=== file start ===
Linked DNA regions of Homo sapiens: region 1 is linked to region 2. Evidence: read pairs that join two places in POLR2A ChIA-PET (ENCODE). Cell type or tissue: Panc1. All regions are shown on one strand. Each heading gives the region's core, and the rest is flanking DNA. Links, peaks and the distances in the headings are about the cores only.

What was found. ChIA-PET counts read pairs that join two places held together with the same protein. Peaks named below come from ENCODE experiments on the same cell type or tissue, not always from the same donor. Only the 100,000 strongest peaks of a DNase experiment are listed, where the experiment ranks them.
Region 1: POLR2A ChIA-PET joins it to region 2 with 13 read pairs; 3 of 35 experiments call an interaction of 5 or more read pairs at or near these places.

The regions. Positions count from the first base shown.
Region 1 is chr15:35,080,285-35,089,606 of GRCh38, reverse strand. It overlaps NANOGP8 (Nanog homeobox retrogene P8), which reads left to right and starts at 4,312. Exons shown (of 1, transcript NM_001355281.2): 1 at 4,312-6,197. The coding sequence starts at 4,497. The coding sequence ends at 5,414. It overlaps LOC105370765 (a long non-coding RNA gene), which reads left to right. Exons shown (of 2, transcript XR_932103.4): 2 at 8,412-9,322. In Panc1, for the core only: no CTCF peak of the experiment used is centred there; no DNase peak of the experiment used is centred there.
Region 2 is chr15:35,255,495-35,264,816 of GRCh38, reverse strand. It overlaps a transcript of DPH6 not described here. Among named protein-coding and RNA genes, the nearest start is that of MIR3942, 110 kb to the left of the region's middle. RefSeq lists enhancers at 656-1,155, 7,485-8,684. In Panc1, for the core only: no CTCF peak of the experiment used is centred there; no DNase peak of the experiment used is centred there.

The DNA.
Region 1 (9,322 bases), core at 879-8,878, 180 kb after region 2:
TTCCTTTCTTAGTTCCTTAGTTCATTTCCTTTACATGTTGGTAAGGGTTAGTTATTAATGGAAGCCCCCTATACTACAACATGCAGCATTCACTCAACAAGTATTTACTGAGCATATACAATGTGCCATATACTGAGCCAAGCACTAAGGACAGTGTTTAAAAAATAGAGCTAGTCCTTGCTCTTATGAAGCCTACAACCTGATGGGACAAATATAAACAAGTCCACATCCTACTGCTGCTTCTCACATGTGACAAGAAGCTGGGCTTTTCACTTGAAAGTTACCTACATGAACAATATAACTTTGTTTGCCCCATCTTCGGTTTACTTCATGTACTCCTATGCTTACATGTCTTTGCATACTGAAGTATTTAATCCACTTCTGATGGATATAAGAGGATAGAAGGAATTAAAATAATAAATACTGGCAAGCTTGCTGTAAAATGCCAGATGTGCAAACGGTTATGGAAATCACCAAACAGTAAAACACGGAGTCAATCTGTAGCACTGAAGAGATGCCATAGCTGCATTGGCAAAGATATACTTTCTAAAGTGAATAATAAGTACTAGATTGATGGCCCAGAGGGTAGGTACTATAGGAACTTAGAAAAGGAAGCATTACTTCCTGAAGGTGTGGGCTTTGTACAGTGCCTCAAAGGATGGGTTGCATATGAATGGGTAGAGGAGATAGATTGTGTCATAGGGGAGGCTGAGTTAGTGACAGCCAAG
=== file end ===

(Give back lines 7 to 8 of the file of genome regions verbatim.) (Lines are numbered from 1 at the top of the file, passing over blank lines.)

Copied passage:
The DNA.
Region 1 (9,322 bases), core at 879-8,878, 180 kb after region 2: